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Why Pakistan came into being? Was it a Good Idea?

On the 14th of August 2023, the South Asia Times (SAT) hosted an exclusive X Space Session, exploring the pivotal question: “Why Pakistan Came Into Being? Was It a Good Idea?” Moderated by SAT’s Haleema Khalid, the session brought together influential speakers to unravel Pakistan’s 76-year journey.

Ms. Amna Malik, President of COPAIR, initiated the dialogue by celebrating Pakistan’s independence and expressing optimism about the country’s future. As a Pakistani businesswoman and head of a think tank, she highlighted the empowerment of women in Pakistan, emphasizing the respect they receive. Amna underscored global turbulence and instability beyond Pakistan’s borders and commended the increasing involvement of Pakistani women in unconventional businesses, signaling a promising trajectory. She called for governmental support to equip women and youth with skills, envisioning their contributions to the economy and society.

Mr. Suhail Awan, UNDP Afghanistan’s Regional Director, offered a nuanced perspective, urging acknowledgment of both challenges and positive aspects in Pakistan’s 76-year journey. Quoting poet Faraz Ahmed, he emphasized embracing optimism amid adversity. Suhail traced Pakistan’s political landscape, identifying patterns of instability and attributing developmental disparities to historical factors. He called for individual responsibility, advocating personal accountability for collective benefit.

Gen Naeem Lodhi, Former Defense Secretary, explored the multifaceted dimensions of stability, asserting that political stability is crucial for prosperity. He outlined religious principles for societal stability and stressed the importance of political parties adhering to democratic values. Gen Lodhi called for a balance between socialism and democracy, suggesting a maximum salary to foster social equilibrium.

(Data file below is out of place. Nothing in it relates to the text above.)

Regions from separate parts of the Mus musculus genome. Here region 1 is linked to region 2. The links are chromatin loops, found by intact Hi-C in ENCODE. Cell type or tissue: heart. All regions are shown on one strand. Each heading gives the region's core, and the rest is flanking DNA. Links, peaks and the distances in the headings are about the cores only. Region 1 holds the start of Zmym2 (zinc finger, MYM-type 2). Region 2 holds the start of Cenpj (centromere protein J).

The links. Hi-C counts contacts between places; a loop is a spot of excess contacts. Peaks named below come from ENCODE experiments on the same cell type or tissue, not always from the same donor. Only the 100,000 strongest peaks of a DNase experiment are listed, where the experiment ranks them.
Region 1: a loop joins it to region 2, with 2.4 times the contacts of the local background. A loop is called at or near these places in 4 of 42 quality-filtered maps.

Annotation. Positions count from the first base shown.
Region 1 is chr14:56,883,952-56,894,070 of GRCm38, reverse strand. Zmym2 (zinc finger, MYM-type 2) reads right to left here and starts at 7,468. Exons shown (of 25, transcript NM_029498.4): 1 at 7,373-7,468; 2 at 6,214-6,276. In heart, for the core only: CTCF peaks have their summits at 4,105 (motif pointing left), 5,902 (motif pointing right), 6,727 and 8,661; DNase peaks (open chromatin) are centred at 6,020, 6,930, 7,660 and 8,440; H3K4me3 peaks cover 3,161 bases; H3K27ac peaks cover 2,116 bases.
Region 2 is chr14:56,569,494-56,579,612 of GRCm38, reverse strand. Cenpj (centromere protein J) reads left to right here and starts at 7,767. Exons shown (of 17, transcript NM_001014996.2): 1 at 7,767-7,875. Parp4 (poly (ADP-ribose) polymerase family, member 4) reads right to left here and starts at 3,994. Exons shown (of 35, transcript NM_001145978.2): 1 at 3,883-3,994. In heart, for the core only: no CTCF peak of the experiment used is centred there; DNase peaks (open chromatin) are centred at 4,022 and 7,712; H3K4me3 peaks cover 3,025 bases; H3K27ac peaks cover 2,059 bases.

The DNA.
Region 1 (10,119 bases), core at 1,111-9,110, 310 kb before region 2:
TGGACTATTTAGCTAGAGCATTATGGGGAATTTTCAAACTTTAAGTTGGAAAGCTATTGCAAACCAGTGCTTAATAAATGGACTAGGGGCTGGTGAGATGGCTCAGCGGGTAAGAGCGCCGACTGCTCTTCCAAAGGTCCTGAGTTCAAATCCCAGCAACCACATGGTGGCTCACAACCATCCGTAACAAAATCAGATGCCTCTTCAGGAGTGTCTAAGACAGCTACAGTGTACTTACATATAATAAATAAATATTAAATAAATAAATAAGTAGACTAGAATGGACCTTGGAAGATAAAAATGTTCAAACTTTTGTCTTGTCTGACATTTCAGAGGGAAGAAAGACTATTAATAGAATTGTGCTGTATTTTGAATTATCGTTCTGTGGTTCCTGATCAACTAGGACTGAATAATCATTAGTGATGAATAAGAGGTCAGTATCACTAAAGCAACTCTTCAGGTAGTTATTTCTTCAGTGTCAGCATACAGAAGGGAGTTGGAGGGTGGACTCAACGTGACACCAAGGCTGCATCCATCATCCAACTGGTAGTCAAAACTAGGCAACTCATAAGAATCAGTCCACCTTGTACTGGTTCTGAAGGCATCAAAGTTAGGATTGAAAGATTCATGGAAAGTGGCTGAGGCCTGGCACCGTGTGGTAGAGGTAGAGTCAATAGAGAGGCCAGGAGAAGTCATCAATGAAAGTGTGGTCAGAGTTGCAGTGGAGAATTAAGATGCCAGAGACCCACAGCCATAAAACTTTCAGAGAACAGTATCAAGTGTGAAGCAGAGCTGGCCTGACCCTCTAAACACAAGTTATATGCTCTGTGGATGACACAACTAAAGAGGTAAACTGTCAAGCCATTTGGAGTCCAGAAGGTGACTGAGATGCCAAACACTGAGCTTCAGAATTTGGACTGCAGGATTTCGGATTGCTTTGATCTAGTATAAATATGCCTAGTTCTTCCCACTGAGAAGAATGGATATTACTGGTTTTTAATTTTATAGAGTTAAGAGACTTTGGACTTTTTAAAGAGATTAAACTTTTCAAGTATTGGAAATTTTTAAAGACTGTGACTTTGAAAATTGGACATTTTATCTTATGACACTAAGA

Mr. Owais Anwar, Director of RSIL, applauded Pakistan’s maturing foreign policy and highlighted achievements in combatting terrorism. He emphasized the need for a proactive approach to anticipate and preempt challenges, urging the youth to be equipped with relevant skills.

Mr. Majid Nizami, Author & Senior Producer, Geo TV Pakistan, challenged the idea that Pakistan’s era of notable poets had concluded. He emphasized the symbiotic relationship between investigative journalism and societal challenges, championing its role in promoting accountability.

Mr Talha Ahad, Founder and CEO of TCM, recounted his journey in establishing initiatives and addressed the pervasive identity crisis within Pakistan. He proposed an innovative governmental model tailored to Pakistan’s unique challenges and urged proactive engagement from Pakistanis.

Dr. Syed Hassaan Bokhari, Historian and Consultant, identified an identity crisis as Pakistan’s core challenge, stemming from a lack of historical understanding. He emphasized the importance of effective governance and responded to historical factors behind Bangladesh’s separation from East Pakistan.

During the interactive discussion, a young participant questioned the blame placed on youth for pessimism despite their active involvement in fighting injustices. Dr. Bokhari responded, drawing parallels with Vietnam’s historical context, highlighting alternative pathways to progress through determined youth-led endeavors.

The session concluded with the presentation of the patriotic song “Sohni Dharti” by South Asia Times (SAT), followed by a thank-you note from Mr. Salman Javed, Co-founder SAT. The event ended with a poetic message from Mr Salman Javed, encapsulating the essence of the discussions.

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